Obviously, a bare bone listing is not enough ! The doctors would be mapped, so that patients can make a short list of doctors who are in their locality, and start contacting them.  Patients would be encouraged to rate the doctors they have seen, so that other patients can get information about how patient-friendly the doctor is. These comments and ratings would be moderated, so that they are of high quality; and doctors get a chance to respond to complaints. This simple step would be a great way of introducing openness and transparency into the system, and doctors would be then far more likely to treat their patients better, because they know they are being evaluated by them online.
The next step would be to encourage doctors to have their own websites , and the directory could link the doctor's name to his personal website. This would allow patients to learn a lot about each doctor, so they could compare them without having to go physically to their clinic.  We have a new generation of young doctors who are willing to connect digitally; and we have empowered internet savvy patients, who don't want to waste time travelling to a doctor's clinic. A doctor's personal website will help to kick out the middleman by enabling direct doctor-patient communication, and this will help to create trust. Doctors will not be able to lie on their website, and this will help to keep them honest !
The government needs to provide Information Therapy on their website, so that this becomes a trusted source of reliable information about health and illness. It should become  the port of first call whenever any patient has a health related query. The site should be in local languages, and will allow patients to learn about their symptoms, diseases and  treatment options even before going to their doctor ! The website could cover lots of things, such as the average cost of medical procedures , so that patients are better prepared. It could also act as a nucleus around which patients can create online communities and talk to each other, thus helping each other when they are ill.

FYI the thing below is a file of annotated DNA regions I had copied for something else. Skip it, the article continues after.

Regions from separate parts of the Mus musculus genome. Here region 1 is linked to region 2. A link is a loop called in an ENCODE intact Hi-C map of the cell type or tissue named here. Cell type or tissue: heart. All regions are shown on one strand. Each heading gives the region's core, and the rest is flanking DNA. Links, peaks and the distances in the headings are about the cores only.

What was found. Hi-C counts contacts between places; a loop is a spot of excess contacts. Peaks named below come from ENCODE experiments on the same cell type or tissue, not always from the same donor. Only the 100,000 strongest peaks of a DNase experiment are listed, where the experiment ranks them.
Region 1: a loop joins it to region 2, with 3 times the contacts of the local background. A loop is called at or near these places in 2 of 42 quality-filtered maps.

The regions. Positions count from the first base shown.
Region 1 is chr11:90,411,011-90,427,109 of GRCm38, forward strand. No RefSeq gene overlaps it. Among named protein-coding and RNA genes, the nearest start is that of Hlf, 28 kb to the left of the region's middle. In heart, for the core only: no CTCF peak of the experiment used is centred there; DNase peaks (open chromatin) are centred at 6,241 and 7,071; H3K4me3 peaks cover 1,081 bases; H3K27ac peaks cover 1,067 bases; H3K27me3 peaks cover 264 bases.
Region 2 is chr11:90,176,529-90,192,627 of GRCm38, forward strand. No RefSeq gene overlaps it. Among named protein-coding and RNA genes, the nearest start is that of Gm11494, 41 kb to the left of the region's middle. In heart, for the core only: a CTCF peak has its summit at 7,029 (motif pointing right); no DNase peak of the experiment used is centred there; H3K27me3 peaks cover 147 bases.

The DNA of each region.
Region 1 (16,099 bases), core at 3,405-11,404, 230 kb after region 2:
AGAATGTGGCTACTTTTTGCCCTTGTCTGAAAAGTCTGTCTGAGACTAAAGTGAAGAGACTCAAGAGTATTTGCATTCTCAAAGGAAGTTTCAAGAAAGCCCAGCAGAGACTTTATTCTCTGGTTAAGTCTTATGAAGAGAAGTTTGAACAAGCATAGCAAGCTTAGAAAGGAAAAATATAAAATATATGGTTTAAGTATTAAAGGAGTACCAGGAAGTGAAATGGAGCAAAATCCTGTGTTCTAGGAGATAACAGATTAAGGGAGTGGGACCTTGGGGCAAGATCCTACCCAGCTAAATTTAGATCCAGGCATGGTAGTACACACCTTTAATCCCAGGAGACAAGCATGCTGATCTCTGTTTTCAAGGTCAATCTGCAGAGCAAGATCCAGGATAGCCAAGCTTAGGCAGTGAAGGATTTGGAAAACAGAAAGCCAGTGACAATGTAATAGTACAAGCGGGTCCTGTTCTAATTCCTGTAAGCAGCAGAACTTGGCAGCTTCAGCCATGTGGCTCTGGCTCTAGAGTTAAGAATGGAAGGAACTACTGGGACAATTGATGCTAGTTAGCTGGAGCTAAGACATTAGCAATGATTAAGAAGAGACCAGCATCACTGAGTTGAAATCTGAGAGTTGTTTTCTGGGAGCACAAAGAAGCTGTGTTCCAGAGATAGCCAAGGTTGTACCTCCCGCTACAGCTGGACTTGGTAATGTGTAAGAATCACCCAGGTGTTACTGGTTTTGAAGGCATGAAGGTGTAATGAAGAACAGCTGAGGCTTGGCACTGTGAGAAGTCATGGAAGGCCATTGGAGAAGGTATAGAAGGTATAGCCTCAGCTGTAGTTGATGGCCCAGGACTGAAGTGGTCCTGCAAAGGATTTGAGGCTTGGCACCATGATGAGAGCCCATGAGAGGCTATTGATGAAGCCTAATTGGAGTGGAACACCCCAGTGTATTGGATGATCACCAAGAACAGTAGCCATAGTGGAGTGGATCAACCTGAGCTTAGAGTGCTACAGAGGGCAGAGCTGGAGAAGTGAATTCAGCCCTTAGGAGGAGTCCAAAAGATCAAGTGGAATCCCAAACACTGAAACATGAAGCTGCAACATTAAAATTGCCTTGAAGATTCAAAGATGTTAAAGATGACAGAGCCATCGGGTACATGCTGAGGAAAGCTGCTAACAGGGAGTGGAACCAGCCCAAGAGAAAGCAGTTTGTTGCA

This is the kind of positive proactive patient friendly step which a government should take , because it has the power, the responsibility and the duty to do so, in order to keep its citizens healthy. This step will help patients to find the best doctor ; and help doctors to get patients without having to give kickbacks.
A progressive government will use technology cleverly to heal the healthcare system , by helping both patients and doctors.  This platform will help to reduce costs for patients, because they will be able to connect with experts who can provide video consultations. It will assist patients in small towns , as they will not need to travel to cities to get second opinions from leading experts. Junior doctors who have free time can create patient educational materials, and share these on the platform . This will help them to  attract more   patients . Finally, this will  also improve the productivity and efficiency of the interns and resident doctors in government medical colleges, who will be able to serve the needs of villagers remotely, by using leveraging telehealth tools, thus reaching out to the poor and underserved.
The government needs to adopt technology to empower patients and good doctors, rather than waste time passing laws which look great on paper , but never actually achieve anything because they're toothless tigers. Unfortunately, today our whole attitude towards doctors has become so negative , that we refuse to try to help them, and this is such a shame !

2 comments:

  1. I salute Dr malpani for having depth of knowledge of cut practice. He is not one who yell against law but intelligently put forward reality of failure and then sites solutions for problem. I wish doctors like him should be in Authoritative post in Organisation and people sholud follow him.
    Thanking you for articles like this.
    For me you are most adorable doctor.

    ReplyDelete
  2. I still wonder how can a poor patient who is illiterate search my place in web ..

    ReplyDelete